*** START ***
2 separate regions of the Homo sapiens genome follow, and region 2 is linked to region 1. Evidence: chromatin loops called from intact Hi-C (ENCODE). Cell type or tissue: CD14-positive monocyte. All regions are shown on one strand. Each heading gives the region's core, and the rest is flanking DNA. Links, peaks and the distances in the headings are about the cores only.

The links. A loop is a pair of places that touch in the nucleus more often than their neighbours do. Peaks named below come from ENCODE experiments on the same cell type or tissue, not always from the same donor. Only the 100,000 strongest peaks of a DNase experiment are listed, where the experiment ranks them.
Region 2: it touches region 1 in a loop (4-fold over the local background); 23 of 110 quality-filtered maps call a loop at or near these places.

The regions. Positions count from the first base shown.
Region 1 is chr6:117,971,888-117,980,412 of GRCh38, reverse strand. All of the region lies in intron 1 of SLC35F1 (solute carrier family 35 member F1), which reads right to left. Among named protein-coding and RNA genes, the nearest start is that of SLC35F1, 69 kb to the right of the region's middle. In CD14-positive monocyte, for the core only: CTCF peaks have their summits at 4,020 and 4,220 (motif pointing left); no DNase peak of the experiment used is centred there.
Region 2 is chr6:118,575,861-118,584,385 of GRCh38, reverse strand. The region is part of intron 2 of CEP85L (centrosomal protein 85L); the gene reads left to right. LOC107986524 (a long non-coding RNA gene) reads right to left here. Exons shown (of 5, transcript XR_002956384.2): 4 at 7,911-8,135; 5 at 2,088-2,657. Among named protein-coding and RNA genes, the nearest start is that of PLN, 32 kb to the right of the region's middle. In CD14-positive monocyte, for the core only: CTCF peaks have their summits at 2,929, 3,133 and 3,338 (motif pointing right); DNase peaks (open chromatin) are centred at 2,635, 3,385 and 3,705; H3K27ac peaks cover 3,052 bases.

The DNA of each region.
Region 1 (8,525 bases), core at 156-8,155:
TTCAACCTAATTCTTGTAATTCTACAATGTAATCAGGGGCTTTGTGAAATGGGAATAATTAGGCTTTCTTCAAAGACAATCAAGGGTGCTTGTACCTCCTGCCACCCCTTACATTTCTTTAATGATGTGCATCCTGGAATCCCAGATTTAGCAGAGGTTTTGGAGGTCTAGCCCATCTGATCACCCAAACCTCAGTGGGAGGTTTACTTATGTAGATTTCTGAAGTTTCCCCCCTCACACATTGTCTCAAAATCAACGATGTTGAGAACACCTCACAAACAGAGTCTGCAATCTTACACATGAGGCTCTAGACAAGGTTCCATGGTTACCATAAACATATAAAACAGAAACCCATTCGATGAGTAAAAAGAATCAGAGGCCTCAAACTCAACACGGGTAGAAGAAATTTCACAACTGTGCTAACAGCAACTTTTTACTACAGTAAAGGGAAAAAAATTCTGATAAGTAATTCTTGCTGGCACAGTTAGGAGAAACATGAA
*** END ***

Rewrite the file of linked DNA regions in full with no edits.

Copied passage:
2 separate regions of the Homo sapiens genome follow, and region 2 is linked to region 1. Evidence: chromatin loops called from intact Hi-C (ENCODE). Cell type or tissue: CD14-positive monocyte. All regions are shown on one strand. Each heading gives the region's core, and the rest is flanking DNA. Links, peaks and the distances in the headings are about the cores only.

The links. A loop is a pair of places that touch in the nucleus more often than their neighbours do. Peaks named below come from ENCODE experiments on the same cell type or tissue, not always from the same donor. Only the 100,000 strongest peaks of a DNase experiment are listed, where the experiment ranks them.
Region 2: it touches region 1 in a loop (4-fold over the local background); 23 of 110 quality-filtered maps call a loop at or near these places.

The regions. Positions count from the first base shown.
Region 1 is chr6:117,971,888-117,980,412 of GRCh38, reverse strand. All of the region lies in intron 1 of SLC35F1 (solute carrier family 35 member F1), which reads right to left. Among named protein-coding and RNA genes, the nearest start is that of SLC35F1, 69 kb to the right of the region's middle. In CD14-positive monocyte, for the core only: CTCF peaks have their summits at 4,020 and 4,220 (motif pointing left); no DNase peak of the experiment used is centred there.
Region 2 is chr6:118,575,861-118,584,385 of GRCh38, reverse strand. The region is part of intron 2 of CEP85L (centrosomal protein 85L); the gene reads left to right. LOC107986524 (a long non-coding RNA gene) reads right to left here. Exons shown (of 5, transcript XR_002956384.2): 4 at 7,911-8,135; 5 at 2,088-2,657. Among named protein-coding and RNA genes, the nearest start is that of PLN, 32 kb to the right of the region's middle. In CD14-positive monocyte, for the core only: CTCF peaks have their summits at 2,929, 3,133 and 3,338 (motif pointing right); DNase peaks (open chromatin) are centred at 2,635, 3,385 and 3,705; H3K27ac peaks cover 3,052 bases.

The DNA of each region.
Region 1 (8,525 bases), core at 156-8,155:
TTCAACCTAATTCTTGTAATTCTACAATGTAATCAGGGGCTTTGTGAAATGGGAATAATTAGGCTTTCTTCAAAGACAATCAAGGGTGCTTGTACCTCCTGCCACCCCTTACATTTCTTTAATGATGTGCATCCTGGAATCCCAGATTTAGCAGAGGTTTTGGAGGTCTAGCCCATCTGATCACCCAAACCTCAGTGGGAGGTTTACTTATGTAGATTTCTGAAGTTTCCCCCCTCACACATTGTCTCAAAATCAACGATGTTGAGAACACCTCACAAACAGAGTCTGCAATCTTACACATGAGGCTCTAGACAAGGTTCCATGGTTACCATAAACATATAAAACAGAAACCCATTCGATGAGTAAAAAGAATCAGAGGCCTCAAACTCAACACGGGTAGAAGAAATTTCACAACTGTGCTAACAGCAACTTTTTACTACAGTAAAGGGAAAAAAATTCTGATAAGTAATTCTTGCTGGCACAGTTAGGAGAAACATGAA